It’s easy to imagine how the QuickBooks model—which already provides a basic employee-management feature and connects to add-on services that can handle payroll (including taxes) and expenses—could map to HR. QuickBooks doesn’t turn a business owner into an accountant, but it simplifies many of the tasks that go along with managing an organization’s finances, such as invoicing, cash management, paying subcontractors and the like. It also allows accountant access, so a company’s CPA can compile information on their own when they need it.
Already, some companies are working to serve microbusinesses’ HR needs. Zoho People, for example, offers companies with up to five employees a suite of basic HR functions such as attendance management and time tracking for $9 per month. Performance management and other features can be added for additional fees, and more more robust versions for larger companies step up in cost to about $199 per month.
Another firm, EffortlessHR, begins by offering up to two administrators access to forms, a benefits management module and reporting functions for $39 per month, regardless of company headcount. Additional features are offered through upgraded packages at $120 or $235 a month.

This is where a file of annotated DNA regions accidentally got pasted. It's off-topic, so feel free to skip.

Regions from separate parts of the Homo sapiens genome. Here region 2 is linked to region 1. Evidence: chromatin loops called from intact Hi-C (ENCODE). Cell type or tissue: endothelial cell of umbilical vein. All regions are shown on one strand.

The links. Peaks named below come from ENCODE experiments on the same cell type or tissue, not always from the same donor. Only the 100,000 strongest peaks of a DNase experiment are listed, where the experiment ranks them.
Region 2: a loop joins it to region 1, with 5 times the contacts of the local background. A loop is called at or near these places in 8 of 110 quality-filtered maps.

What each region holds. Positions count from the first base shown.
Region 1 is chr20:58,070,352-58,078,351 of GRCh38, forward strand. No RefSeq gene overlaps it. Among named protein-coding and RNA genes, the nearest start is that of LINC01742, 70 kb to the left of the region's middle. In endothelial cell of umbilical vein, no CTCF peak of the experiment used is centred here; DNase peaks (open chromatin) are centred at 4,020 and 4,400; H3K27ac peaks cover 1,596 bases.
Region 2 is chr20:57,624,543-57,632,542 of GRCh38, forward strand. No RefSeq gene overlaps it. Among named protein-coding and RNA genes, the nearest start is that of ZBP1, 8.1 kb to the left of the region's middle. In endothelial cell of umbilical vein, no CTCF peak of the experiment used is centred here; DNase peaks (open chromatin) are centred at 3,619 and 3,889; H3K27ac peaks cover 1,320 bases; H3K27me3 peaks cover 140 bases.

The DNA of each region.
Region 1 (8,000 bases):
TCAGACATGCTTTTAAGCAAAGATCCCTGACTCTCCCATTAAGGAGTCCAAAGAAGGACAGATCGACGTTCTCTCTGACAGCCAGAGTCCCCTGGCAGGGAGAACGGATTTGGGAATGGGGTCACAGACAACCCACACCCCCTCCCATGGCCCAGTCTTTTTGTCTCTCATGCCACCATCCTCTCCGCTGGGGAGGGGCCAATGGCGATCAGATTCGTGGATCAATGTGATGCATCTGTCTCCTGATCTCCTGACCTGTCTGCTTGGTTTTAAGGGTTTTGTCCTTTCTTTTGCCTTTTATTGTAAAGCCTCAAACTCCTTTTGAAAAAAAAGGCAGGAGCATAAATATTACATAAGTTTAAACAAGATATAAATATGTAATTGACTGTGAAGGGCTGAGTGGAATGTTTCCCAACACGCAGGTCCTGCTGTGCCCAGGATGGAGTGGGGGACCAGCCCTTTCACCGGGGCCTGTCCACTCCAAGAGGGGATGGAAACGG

Both Zoho People and EffortlessHR seems more basic in their approach than QuickBooks. While we believe it’s inevitable that the number of HR technology solutions designed around the needs of microbusinesses will grow in the coming years, for now the pickings are slim.
Meanwhile, we’re watching for someone to survey the landscape of narrow single-purpose products, even expensive ones, and look for ways to tap into their APIs and create a single-package solution for the little guys. We doubt that will happen anytime soon, but it seems logical that at some point the vendors now focused on the so-called SMB market are going to look downwind again as they try to expand their customer base.